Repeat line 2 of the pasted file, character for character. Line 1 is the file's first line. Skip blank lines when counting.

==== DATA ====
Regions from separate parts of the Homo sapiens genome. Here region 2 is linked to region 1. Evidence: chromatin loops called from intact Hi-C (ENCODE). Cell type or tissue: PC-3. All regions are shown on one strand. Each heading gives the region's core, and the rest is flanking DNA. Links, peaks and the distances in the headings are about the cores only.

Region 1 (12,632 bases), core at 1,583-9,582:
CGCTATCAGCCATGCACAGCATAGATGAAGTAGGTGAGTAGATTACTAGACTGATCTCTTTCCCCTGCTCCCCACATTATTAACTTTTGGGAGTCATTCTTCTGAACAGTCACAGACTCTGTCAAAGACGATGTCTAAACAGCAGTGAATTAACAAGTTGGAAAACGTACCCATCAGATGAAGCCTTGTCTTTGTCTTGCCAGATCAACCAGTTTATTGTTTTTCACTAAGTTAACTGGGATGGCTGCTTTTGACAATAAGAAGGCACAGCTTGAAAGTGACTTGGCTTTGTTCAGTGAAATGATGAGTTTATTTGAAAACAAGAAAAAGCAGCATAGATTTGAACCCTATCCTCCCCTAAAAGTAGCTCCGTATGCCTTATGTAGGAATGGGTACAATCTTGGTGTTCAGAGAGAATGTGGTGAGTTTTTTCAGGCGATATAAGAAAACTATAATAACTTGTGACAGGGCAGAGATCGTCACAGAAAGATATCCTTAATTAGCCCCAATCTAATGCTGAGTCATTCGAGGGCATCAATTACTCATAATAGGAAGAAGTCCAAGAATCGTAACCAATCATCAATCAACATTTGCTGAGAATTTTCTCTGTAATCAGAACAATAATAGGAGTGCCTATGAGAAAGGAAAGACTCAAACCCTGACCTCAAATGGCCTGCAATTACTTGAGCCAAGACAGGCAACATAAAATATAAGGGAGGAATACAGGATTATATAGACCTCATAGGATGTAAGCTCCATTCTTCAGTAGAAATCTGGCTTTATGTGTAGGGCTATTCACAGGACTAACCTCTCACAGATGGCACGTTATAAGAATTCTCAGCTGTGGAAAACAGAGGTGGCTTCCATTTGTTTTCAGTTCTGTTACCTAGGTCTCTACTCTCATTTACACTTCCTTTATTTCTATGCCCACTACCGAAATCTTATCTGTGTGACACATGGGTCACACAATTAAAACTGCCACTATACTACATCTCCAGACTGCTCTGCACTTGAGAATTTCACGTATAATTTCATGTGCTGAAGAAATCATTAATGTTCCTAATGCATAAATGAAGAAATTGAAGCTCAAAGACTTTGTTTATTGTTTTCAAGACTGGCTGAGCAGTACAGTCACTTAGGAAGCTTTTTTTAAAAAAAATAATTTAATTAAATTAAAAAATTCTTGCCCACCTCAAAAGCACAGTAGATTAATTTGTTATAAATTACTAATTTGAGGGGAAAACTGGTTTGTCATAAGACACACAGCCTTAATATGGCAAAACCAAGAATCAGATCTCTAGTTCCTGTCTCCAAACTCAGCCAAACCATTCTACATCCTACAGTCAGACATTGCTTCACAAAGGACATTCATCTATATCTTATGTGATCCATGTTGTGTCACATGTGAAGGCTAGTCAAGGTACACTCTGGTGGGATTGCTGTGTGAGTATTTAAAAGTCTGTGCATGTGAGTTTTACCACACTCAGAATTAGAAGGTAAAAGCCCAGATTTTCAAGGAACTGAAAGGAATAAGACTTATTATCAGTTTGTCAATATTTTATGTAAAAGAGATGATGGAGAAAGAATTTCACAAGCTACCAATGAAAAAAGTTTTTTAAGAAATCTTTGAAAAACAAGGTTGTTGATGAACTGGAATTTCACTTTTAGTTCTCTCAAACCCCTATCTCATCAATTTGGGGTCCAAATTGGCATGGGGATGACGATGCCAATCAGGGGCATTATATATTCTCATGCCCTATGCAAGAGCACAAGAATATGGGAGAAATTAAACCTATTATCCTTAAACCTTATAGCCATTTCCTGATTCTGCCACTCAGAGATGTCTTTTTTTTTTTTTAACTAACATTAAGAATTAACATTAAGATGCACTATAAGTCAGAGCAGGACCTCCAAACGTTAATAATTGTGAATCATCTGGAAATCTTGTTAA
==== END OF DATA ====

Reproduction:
Region 1 (12,632 bases), core at 1,583-9,582: